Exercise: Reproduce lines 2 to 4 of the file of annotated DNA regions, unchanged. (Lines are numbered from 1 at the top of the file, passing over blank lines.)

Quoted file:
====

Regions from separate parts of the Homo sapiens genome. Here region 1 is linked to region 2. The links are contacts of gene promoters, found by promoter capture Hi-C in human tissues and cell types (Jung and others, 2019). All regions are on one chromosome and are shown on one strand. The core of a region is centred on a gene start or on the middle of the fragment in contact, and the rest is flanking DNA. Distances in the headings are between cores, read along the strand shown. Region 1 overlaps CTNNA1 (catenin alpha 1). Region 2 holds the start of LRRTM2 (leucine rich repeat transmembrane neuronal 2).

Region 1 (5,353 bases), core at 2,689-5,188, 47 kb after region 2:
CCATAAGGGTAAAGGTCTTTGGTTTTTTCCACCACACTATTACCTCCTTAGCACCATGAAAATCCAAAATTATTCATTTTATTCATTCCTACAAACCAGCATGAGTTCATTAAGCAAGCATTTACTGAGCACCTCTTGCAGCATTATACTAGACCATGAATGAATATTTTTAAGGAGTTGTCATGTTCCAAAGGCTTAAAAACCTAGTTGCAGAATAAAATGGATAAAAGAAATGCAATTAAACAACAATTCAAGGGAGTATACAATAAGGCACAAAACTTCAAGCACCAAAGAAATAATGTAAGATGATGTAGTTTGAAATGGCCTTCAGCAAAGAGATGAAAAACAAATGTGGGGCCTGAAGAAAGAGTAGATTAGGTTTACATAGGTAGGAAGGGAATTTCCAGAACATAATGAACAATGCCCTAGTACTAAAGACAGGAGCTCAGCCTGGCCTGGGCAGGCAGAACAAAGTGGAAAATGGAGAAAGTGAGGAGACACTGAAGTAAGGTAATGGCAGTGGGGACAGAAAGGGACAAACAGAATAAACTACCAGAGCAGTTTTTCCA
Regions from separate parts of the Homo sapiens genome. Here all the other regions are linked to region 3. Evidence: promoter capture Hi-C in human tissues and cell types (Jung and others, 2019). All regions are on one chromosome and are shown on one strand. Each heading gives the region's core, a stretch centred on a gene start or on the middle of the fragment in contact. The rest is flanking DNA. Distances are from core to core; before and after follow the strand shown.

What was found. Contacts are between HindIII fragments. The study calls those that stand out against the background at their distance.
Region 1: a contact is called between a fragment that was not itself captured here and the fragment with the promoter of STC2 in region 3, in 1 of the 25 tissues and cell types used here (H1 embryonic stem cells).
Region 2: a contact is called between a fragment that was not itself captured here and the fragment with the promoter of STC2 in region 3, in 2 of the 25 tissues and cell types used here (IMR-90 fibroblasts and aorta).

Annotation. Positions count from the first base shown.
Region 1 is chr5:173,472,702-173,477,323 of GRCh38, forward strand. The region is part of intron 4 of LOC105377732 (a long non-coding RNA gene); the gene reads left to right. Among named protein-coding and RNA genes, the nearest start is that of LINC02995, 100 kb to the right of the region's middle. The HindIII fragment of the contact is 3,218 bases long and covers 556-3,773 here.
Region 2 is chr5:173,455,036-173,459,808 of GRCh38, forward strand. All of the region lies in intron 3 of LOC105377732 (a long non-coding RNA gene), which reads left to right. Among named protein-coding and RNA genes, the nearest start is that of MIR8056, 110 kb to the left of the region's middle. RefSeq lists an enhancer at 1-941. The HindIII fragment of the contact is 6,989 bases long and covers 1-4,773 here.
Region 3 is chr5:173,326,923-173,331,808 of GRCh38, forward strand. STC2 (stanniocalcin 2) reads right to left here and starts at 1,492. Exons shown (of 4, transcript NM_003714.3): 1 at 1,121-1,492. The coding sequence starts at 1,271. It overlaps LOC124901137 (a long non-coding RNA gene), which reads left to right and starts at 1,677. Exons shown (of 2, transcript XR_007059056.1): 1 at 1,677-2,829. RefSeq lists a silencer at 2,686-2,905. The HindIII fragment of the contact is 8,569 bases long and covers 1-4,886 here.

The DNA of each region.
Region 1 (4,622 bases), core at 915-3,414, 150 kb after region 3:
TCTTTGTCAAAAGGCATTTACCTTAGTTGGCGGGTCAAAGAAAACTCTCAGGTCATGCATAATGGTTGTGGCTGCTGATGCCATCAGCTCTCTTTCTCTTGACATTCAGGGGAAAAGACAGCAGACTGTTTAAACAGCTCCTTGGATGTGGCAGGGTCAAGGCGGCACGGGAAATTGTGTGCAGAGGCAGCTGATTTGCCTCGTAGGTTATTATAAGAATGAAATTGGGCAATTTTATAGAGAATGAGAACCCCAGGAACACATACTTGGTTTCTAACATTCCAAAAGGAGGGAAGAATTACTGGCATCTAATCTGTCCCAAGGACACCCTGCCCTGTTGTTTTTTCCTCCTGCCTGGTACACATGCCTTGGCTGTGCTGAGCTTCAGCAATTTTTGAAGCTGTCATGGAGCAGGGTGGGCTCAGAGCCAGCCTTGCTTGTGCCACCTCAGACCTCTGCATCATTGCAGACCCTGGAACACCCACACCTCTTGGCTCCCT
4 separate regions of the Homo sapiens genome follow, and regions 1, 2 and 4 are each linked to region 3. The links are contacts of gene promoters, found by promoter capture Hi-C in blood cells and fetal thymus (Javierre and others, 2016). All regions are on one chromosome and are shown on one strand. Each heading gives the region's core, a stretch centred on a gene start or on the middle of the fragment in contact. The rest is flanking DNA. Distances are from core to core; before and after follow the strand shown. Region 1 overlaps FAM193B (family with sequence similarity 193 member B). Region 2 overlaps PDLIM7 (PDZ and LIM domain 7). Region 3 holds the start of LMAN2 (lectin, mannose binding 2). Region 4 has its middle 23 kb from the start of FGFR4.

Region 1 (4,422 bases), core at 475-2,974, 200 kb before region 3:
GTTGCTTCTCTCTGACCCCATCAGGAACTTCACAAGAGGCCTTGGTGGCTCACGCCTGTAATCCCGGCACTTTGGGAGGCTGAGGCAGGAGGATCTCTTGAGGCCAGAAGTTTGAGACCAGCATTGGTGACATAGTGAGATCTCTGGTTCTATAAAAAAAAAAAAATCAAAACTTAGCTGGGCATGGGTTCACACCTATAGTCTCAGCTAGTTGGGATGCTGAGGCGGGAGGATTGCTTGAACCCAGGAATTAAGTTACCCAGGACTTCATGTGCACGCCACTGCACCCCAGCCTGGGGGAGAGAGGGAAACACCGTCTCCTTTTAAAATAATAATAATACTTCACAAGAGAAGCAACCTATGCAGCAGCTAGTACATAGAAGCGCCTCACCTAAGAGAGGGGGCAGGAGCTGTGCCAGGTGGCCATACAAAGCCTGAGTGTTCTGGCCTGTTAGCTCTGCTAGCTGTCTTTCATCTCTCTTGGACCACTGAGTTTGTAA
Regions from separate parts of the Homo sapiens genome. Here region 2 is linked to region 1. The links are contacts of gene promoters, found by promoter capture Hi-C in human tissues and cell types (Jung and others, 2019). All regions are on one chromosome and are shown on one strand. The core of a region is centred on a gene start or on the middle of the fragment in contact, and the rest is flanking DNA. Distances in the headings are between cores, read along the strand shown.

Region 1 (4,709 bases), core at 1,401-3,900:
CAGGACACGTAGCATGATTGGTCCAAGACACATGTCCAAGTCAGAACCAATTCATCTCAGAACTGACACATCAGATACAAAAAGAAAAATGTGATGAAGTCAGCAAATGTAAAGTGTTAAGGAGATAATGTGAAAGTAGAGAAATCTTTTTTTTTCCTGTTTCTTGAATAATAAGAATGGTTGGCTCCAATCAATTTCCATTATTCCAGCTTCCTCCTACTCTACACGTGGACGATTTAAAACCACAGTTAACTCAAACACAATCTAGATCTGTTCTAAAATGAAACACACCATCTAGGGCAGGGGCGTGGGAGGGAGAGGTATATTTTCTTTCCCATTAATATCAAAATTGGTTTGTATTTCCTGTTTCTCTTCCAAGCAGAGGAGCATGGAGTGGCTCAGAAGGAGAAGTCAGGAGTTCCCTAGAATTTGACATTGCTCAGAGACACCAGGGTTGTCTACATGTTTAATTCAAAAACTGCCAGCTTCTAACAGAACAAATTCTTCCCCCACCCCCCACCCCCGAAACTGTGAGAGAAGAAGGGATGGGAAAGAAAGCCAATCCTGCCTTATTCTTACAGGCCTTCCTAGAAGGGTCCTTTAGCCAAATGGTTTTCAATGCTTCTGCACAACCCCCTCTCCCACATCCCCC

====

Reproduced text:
Region 1 (5,353 bases), core at 2,689-5,188, 47 kb after region 2:
CCATAAGGGTAAAGGTCTTTGGTTTTTTCCACCACACTATTACCTCCTTAGCACCATGAAAATCCAAAATTATTCATTTTATTCATTCCTACAAACCAGCATGAGTTCATTAAGCAAGCATTTACTGAGCACCTCTTGCAGCATTATACTAGACCATGAATGAATATTTTTAAGGAGTTGTCATGTTCCAAAGGCTTAAAAACCTAGTTGCAGAATAAAATGGATAAAAGAAATGCAATTAAACAACAATTCAAGGGAGTATACAATAAGGCACAAAACTTCAAGCACCAAAGAAATAATGTAAGATGATGTAGTTTGAAATGGCCTTCAGCAAAGAGATGAAAAACAAATGTGGGGCCTGAAGAAAGAGTAGATTAGGTTTACATAGGTAGGAAGGGAATTTCCAGAACATAATGAACAATGCCCTAGTACTAAAGACAGGAGCTCAGCCTGGCCTGGGCAGGCAGAACAAAGTGGAAAATGGAGAAAGTGAGGAGACACTGAAGTAAGGTAATGGCAGTGGGGACAGAAAGGGACAAACAGAATAAACTACCAGAGCAGTTTTTCCA
Regions from separate parts of the Homo sapiens genome. Here all the other regions are linked to region 3. Evidence: promoter capture Hi-C in human tissues and cell types (Jung and others, 2019). All regions are on one chromosome and are shown on one strand. Each heading gives the region's core, a stretch centred on a gene start or on the middle of the fragment in contact. The rest is flanking DNA. Distances are from core to core; before and after follow the strand shown.